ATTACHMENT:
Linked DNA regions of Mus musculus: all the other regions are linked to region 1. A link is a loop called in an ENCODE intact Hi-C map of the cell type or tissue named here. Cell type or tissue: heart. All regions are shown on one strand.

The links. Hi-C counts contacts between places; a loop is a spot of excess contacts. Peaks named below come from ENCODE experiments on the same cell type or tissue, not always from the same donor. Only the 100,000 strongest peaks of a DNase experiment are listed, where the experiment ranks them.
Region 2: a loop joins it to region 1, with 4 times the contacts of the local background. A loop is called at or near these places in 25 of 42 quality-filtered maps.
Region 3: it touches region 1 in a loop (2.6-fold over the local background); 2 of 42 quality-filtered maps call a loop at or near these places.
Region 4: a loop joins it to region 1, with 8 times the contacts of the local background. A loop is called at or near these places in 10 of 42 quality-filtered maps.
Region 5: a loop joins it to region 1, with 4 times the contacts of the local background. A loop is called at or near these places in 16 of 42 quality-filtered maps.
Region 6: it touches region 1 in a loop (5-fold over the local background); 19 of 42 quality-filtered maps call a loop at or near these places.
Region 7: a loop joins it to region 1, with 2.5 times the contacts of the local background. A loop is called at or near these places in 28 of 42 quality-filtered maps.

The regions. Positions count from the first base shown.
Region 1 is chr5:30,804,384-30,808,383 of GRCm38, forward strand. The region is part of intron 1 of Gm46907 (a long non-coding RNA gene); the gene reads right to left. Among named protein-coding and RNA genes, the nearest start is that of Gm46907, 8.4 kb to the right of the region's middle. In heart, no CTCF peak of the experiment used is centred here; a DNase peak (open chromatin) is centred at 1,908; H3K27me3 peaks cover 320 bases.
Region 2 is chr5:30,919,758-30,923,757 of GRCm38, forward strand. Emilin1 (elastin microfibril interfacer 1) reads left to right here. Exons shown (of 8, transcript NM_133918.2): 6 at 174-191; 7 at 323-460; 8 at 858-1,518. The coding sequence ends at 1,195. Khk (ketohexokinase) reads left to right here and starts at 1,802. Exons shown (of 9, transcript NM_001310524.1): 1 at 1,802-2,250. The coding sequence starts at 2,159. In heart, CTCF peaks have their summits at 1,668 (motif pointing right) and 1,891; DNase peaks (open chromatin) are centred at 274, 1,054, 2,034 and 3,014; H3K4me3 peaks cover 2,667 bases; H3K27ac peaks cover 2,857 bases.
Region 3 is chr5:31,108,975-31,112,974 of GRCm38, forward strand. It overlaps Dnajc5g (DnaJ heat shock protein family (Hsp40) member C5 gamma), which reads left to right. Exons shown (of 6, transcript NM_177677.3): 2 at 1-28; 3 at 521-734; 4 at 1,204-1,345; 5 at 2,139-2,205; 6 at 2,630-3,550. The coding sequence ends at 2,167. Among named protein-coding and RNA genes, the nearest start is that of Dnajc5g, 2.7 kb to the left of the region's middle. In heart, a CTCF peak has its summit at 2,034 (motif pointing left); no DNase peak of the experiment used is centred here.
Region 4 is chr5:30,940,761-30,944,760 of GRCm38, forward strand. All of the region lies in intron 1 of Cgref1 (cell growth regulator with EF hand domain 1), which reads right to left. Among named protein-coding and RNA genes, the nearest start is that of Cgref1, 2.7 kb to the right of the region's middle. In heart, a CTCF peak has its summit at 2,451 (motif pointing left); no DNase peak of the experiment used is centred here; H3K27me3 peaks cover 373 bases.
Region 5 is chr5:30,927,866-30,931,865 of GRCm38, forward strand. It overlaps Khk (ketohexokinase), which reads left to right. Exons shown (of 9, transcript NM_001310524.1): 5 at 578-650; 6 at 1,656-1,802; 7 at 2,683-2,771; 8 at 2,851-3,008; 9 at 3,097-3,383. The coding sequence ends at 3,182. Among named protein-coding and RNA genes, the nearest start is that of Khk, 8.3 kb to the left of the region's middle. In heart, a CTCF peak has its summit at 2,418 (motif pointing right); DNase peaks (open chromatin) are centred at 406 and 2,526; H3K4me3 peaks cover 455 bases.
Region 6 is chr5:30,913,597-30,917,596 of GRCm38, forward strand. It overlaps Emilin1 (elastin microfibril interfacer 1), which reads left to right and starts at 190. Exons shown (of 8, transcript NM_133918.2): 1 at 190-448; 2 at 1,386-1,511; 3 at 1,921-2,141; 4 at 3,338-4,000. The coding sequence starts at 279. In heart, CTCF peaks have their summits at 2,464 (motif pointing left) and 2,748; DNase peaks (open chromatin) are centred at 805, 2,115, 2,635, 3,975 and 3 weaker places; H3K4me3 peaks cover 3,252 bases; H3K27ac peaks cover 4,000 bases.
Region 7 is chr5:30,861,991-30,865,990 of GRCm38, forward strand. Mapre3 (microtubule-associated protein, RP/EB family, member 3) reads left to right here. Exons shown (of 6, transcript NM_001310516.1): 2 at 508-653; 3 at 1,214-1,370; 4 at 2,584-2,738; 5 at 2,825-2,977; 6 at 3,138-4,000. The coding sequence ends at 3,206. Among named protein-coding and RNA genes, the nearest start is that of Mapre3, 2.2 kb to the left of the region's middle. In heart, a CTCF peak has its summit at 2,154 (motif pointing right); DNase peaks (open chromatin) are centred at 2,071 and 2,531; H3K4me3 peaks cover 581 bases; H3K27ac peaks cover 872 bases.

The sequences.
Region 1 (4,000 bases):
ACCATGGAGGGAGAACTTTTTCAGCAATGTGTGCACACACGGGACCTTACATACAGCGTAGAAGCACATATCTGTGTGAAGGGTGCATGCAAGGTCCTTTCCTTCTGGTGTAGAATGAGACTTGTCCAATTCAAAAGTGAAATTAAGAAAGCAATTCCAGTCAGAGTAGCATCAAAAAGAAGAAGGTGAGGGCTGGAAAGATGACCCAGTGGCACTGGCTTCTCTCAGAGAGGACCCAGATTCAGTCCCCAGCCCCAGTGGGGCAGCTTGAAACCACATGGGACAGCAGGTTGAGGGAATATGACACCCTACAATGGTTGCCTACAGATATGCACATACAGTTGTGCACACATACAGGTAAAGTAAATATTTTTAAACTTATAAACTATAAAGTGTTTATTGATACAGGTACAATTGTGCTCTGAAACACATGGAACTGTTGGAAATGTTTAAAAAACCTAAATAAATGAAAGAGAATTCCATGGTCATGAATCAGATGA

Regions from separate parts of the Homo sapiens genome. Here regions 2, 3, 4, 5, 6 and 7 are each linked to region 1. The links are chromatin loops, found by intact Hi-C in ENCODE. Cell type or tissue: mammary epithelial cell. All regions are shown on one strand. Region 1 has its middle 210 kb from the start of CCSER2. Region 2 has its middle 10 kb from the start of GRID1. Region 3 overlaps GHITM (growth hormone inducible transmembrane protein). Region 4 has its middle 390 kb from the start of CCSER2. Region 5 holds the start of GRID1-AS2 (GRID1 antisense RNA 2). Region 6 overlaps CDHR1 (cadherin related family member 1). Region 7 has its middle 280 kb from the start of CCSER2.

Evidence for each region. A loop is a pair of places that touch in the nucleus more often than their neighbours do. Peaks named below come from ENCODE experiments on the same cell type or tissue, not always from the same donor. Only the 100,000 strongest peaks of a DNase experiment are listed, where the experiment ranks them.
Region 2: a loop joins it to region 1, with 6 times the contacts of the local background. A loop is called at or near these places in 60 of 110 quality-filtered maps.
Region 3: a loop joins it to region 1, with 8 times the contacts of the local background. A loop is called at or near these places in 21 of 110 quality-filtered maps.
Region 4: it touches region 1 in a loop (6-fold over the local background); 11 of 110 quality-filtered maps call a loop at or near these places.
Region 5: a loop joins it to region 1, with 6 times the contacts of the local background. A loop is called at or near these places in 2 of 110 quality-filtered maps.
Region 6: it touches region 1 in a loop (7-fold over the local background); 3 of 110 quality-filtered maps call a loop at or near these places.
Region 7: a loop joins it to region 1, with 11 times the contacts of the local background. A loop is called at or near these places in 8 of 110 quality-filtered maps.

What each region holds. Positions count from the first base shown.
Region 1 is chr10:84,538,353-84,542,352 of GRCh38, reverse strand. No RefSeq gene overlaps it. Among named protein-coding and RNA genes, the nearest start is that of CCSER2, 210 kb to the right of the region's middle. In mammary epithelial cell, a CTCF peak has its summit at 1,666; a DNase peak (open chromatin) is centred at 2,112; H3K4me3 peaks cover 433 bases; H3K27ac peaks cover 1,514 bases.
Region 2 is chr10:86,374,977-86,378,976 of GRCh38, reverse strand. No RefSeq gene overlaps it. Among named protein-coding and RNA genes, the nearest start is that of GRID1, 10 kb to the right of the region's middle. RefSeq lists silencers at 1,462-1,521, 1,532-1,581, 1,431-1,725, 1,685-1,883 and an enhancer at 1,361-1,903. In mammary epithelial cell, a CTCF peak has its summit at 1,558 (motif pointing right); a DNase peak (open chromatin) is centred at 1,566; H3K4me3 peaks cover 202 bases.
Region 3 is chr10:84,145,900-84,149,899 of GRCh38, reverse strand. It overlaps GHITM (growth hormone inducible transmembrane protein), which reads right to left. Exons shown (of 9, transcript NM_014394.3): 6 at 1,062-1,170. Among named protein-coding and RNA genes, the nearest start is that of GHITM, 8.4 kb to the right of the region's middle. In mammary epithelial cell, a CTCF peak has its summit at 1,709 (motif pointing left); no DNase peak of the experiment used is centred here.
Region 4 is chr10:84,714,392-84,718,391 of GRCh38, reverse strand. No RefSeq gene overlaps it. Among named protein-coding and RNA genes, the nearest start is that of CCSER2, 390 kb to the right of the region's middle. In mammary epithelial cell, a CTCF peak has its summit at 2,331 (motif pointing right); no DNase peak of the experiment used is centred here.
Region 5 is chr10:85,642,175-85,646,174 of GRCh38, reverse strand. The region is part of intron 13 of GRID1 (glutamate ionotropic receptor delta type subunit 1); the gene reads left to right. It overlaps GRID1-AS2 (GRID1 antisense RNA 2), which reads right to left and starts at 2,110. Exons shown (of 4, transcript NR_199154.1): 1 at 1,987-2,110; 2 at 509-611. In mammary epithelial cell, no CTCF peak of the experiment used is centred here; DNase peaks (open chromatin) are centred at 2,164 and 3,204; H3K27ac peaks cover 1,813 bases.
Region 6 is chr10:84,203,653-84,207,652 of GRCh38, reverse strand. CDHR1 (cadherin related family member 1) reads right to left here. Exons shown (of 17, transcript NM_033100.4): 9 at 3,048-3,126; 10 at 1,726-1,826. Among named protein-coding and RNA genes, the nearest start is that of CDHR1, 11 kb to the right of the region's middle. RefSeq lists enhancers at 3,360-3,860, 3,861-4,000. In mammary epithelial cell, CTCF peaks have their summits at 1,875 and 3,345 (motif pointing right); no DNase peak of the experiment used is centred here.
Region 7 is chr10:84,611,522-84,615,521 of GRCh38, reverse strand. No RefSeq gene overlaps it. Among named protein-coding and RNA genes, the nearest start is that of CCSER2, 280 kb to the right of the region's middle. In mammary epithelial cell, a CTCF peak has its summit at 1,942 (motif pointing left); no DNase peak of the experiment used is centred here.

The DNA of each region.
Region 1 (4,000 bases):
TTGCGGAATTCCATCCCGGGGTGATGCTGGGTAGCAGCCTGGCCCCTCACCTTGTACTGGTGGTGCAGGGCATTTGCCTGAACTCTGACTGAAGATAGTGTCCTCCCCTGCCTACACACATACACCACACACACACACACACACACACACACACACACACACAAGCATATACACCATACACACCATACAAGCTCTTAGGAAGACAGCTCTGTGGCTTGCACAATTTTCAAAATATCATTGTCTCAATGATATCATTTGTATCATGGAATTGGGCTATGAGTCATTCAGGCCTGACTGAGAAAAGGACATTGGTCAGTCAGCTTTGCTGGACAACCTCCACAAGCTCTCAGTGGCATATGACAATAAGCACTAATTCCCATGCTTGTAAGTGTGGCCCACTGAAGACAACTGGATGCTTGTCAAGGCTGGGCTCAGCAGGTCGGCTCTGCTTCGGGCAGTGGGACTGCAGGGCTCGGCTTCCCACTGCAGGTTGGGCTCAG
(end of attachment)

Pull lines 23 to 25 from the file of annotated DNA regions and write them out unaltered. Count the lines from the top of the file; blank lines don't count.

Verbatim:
Region 3: a loop joins it to region 1, with 8 times the contacts of the local background. A loop is called at or near these places in 21 of 110 quality-filtered maps.
Region 4: it touches region 1 in a loop (6-fold over the local background); 11 of 110 quality-filtered maps call a loop at or near these places.
Region 5: a loop joins it to region 1, with 6 times the contacts of the local background. A loop is called at or near these places in 2 of 110 quality-filtered maps.